How Pseudo-Intellectualism Ruined Journalism

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Jimmy Breslin in 1969. (Photo by Bob Peterson/Getty Images.) 

From the editors:

I started as an editor at Persuasion a little over a year ago. The feeling I had about Persuasion then is the same feeling I have now: that this is a jewel and, to some extent, a well-kept secret. At a time when deficits of the media are glaringly obvious—a dearth of thoughtful international coverage; a tendency towards ideologically-bound “spin”—Persuasion tries extraordinarily hard to elevate the conversation. We run sharp, analytical pieces on Guatemala, China, Indonesia, Armenia—you name it. And we are committed to publishing thinkers who are able to get outside the point-counterpoint of so much media discourse and to take a broader view—like in our forthcoming series on liberalism or in today’s piece by the great critic William Deresiewicz. 

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I was sitting across from the professor as she went over my latest piece. This was 1986, Columbia School of Journalism, Reporting and Writing I, the program’s core course. At one point, in response to what I don’t recall, I said, “That doesn’t bode well for me.” I could have been referring to a lot of things; there were so many, in my time in journalism school, that did not bode well for me. One was the next set of words that came out of her mouth. “‘Bode?’” she said. “I haven’t heard anyone bode anything in a long time.” Another was her comment, on a previous piece, about my use of “agglomerate.” She had circled it and written, “No such word.”

But the most important was the intellectual climate of the school as a whole, in that it did not have one. We were not there to think. We were there to learn a set of skills. One of them, ironically, was asking questions, just not about the profession itself: its premises, its procedures, its canon of ethics. I know, because from time to time I tried, and it didn’t go well. This was trade school, not liberal arts school. When a teacher said something, you were supposed to write it down, not argue.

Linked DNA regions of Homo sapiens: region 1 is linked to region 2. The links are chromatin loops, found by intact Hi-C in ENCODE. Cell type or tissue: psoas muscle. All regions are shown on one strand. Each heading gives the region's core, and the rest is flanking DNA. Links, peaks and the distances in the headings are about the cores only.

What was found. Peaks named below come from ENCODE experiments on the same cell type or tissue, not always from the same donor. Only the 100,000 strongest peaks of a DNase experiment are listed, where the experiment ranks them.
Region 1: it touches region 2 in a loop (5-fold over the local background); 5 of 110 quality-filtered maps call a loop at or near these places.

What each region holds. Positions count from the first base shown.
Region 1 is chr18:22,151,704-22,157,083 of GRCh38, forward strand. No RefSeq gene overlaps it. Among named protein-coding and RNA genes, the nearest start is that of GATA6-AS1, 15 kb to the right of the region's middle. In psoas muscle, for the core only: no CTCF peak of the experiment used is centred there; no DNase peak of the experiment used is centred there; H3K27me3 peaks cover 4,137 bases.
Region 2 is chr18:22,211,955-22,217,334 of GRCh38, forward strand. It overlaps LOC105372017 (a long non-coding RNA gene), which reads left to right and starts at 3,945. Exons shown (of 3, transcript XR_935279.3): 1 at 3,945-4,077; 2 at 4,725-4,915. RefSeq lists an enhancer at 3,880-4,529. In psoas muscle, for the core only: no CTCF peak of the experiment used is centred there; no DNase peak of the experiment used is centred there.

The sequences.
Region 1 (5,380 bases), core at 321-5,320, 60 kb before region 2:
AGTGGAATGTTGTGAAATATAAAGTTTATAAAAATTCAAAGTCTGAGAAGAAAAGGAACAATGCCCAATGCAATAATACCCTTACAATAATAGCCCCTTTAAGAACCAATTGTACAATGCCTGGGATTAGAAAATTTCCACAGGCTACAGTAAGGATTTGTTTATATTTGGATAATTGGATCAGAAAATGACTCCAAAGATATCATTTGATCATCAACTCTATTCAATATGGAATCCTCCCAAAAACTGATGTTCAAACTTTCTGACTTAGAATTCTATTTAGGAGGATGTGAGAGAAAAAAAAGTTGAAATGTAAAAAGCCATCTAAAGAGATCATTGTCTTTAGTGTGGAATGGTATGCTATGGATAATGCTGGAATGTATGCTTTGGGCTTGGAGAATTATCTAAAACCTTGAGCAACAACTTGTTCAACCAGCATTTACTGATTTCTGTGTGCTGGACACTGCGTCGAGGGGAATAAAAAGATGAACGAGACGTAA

The main thing that I learned in journalism school was that I didn’t belong in journalism school. The other thing I learned was that journalists were deeply anti-intellectual. They were suspicious of ideas; they regarded theories as pretentious; they recoiled at big words (or had never heard of them). For a long time, I had contempt for the profession on that score. In recent years, though, this has yielded to a measure of respect. For notice that I didn’t say that journalists are anti-intellectual. I said they were. Now they’re something else: pseudo-intellectual. And that is much worse.

The shift reflects the transformation of journalists’ social position. This phenomenon is familiar. Journalism used to be a working-class profession. I think of Jimmy Breslin and Pete Hamill, icons of the New York tabloids, the working people’s papers, in the second half of the twentieth century. Breslin’s father was a drunk and a piano player who went out for rolls one day and never came back. His mother was a teacher and civil servant. Hamill’s father was a grocery clerk and factory worker; his mother, a domestic, a nurse’s aide, a cashier. Breslin went to Long Island University but dropped out after two years. Hamill left school at fifteen to apprentice as a sheet metal worker, enlisted in the Navy, and took some art school classes later on (he hoped to be a cartoonist). Both were Irish Catholic: Hamill from Brooklyn, Breslin from Queens, long before those boroughs were discovered by the hipsters and the condo creeps.